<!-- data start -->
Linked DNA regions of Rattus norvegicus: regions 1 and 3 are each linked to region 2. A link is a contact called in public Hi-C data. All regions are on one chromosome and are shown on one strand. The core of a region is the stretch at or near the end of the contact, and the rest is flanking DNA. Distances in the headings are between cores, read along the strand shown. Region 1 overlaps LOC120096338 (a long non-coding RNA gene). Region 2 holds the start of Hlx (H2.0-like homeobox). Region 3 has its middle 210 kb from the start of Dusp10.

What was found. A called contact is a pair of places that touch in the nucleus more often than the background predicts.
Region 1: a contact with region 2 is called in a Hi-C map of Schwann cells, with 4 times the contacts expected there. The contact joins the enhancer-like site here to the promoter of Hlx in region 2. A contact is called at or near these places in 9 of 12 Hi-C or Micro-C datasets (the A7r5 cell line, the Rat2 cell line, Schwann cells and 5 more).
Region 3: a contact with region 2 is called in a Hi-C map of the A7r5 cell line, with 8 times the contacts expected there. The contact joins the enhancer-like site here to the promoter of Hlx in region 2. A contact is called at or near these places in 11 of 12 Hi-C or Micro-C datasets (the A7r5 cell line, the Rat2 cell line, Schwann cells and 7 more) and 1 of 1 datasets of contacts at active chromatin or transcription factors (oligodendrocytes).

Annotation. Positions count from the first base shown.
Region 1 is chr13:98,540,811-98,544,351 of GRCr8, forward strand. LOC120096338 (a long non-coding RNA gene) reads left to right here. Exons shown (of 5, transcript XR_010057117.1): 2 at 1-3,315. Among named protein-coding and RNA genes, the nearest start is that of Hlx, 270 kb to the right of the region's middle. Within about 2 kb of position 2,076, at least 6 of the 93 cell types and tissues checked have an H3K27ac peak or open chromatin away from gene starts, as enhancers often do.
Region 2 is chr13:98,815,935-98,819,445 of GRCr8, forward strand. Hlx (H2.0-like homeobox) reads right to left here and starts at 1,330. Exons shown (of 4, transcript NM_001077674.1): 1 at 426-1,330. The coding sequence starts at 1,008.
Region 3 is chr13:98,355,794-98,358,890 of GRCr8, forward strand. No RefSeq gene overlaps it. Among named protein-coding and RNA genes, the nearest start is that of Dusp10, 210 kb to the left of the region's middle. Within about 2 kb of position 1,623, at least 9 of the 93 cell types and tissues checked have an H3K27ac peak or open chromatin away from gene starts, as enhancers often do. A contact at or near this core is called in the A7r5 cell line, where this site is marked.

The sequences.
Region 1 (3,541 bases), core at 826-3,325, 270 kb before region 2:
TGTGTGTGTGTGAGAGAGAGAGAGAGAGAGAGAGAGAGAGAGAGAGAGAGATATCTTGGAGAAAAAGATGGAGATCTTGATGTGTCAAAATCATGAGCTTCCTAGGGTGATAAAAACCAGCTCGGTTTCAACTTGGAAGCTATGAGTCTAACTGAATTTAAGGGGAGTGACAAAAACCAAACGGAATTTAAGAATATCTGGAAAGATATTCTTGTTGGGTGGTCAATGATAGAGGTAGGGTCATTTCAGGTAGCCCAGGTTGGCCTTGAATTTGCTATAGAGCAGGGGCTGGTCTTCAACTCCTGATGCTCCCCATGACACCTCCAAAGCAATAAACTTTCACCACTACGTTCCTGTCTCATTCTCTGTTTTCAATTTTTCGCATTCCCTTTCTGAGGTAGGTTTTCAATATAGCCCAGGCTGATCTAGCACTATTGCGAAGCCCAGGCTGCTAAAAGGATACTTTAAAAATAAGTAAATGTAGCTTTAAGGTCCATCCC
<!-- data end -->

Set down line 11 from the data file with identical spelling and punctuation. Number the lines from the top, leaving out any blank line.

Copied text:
TGTGTGTGTGTGAGAGAGAGAGAGAGAGAGAGAGAGAGAGAGAGAGAGAGATATCTTGGAGAAAAAGATGGAGATCTTGATGTGTCAAAATCATGAGCTTCCTAGGGTGATAAAAACCAGCTCGGTTTCAACTTGGAAGCTATGAGTCTAACTGAATTTAAGGGGAGTGACAAAAACCAAACGGAATTTAAGAATATCTGGAAAGATATTCTTGTTGGGTGGTCAATGATAGAGGTAGGGTCATTTCAGGTAGCCCAGGTTGGCCTTGAATTTGCTATAGAGCAGGGGCTGGTCTTCAACTCCTGATGCTCCCCATGACACCTCCAAAGCAATAAACTTTCACCACTACGTTCCTGTCTCATTCTCTGTTTTCAATTTTTCGCATTCCCTTTCTGAGGTAGGTTTTCAATATAGCCCAGGCTGATCTAGCACTATTGCGAAGCCCAGGCTGCTAAAAGGATACTTTAAAAATAAGTAAATGTAGCTTTAAGGTCCATCCC